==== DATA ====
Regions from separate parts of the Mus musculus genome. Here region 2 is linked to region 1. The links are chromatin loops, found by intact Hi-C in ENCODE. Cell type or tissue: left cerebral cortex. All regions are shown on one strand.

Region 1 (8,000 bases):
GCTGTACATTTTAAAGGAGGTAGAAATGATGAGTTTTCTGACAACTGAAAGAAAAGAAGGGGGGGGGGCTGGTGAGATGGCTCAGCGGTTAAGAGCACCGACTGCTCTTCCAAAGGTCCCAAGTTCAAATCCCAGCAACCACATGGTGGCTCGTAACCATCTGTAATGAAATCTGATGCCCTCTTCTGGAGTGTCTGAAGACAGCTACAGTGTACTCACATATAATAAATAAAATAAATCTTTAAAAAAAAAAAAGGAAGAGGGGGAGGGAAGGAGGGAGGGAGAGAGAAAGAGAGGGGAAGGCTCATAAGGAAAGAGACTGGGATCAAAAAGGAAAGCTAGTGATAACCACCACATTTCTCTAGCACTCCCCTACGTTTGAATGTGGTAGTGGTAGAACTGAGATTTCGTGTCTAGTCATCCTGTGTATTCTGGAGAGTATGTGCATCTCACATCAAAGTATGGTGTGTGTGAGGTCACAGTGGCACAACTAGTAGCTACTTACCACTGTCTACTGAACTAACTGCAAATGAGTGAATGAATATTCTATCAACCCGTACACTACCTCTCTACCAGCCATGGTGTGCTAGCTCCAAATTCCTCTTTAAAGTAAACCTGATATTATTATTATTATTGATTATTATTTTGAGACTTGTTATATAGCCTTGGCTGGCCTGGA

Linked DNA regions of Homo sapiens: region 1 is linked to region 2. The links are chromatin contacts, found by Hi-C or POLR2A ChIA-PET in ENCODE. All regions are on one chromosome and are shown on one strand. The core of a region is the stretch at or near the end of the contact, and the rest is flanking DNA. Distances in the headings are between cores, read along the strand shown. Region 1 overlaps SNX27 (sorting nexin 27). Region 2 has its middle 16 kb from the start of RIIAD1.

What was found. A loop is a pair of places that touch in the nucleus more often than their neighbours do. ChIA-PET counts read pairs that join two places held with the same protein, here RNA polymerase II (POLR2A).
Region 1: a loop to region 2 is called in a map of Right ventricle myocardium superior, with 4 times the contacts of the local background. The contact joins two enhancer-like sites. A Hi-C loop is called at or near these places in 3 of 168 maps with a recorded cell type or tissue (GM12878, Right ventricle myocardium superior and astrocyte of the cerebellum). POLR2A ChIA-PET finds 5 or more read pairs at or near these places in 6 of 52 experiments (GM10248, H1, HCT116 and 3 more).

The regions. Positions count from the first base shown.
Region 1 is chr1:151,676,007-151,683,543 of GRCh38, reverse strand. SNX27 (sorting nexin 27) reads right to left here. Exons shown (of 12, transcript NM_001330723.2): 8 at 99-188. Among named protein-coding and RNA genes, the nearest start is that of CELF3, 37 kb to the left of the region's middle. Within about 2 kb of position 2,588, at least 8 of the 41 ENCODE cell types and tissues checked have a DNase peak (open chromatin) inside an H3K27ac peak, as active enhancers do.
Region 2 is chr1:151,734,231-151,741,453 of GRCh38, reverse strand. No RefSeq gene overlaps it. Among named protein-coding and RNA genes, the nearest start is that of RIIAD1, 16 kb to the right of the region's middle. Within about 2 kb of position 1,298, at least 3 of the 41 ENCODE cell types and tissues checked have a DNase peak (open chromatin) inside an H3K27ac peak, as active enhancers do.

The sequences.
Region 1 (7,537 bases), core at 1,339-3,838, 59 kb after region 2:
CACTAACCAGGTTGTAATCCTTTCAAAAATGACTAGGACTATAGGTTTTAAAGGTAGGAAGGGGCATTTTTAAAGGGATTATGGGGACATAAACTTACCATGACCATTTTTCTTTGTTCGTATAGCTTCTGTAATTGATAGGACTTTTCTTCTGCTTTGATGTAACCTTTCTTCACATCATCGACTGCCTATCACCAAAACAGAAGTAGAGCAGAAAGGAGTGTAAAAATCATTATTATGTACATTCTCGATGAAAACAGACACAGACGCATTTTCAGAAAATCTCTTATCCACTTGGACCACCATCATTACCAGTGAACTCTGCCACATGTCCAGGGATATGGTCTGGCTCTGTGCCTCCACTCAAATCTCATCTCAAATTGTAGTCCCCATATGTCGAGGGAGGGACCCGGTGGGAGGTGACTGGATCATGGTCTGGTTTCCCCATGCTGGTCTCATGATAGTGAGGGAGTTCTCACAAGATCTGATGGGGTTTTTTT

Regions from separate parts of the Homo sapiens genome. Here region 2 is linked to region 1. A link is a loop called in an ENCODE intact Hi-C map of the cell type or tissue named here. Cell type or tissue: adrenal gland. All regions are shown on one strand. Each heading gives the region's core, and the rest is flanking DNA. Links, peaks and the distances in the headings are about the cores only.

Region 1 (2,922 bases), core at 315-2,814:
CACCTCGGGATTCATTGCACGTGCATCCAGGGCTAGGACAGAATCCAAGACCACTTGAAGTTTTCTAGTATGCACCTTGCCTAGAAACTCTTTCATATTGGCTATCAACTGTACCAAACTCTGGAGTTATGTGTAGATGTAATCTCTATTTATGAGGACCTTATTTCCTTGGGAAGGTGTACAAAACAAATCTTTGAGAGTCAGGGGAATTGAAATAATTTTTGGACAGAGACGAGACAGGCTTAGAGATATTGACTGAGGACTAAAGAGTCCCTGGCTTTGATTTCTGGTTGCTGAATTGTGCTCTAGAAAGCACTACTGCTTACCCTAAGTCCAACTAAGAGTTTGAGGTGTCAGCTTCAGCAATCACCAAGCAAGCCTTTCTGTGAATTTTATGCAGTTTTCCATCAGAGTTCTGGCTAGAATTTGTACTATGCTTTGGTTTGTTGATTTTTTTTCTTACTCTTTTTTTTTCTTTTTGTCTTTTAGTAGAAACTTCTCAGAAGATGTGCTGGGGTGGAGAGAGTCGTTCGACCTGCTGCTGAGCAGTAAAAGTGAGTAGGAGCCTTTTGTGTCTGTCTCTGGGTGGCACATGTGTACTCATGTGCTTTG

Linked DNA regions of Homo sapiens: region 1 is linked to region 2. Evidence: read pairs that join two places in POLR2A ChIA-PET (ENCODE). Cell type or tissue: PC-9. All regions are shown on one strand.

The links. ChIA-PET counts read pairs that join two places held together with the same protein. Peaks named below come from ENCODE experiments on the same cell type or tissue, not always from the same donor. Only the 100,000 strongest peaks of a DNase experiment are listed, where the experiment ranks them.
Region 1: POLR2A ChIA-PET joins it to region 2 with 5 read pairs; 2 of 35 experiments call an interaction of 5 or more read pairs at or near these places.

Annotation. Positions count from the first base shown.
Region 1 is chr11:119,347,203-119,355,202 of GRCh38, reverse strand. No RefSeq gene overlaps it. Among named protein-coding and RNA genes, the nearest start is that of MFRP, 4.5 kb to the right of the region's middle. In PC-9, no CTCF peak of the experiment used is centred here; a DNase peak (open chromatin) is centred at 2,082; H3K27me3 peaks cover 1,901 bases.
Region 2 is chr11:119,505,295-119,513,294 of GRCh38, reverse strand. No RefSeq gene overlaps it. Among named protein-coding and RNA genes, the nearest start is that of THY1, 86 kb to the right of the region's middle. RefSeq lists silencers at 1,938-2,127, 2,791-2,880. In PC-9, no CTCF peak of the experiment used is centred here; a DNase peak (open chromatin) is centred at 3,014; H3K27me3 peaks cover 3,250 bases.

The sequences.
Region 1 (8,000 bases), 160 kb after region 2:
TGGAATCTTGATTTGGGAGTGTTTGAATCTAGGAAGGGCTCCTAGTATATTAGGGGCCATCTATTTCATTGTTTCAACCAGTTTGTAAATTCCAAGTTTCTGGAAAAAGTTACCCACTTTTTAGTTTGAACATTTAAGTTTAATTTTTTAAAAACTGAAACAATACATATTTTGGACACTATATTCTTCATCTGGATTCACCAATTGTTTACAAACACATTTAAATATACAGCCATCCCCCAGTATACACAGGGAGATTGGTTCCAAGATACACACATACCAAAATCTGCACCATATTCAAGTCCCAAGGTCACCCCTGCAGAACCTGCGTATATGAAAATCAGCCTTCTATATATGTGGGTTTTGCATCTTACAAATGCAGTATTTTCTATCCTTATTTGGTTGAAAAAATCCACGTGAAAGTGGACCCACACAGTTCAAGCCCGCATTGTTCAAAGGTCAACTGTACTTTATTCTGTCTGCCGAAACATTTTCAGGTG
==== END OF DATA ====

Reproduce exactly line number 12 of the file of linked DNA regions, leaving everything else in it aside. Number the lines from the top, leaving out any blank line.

CACTAACCAGGTTGTAATCCTTTCAAAAATGACTAGGACTATAGGTTTTAAAGGTAGGAAGGGGCATTTTTAAAGGGATTATGGGGACATAAACTTACCATGACCATTTTTCTTTGTTCGTATAGCTTCTGTAATTGATAGGACTTTTCTTCTGCTTTGATGTAACCTTTCTTCACATCATCGACTGCCTATCACCAAAACAGAAGTAGAGCAGAAAGGAGTGTAAAAATCATTATTATGTACATTCTCGATGAAAACAGACACAGACGCATTTTCAGAAAATCTCTTATCCACTTGGACCACCATCATTACCAGTGAACTCTGCCACATGTCCAGGGATATGGTCTGGCTCTGTGCCTCCACTCAAATCTCATCTCAAATTGTAGTCCCCATATGTCGAGGGAGGGACCCGGTGGGAGGTGACTGGATCATGGTCTGGTTTCCCCATGCTGGTCTCATGATAGTGAGGGAGTTCTCACAAGATCTGATGGGGTTTTTTT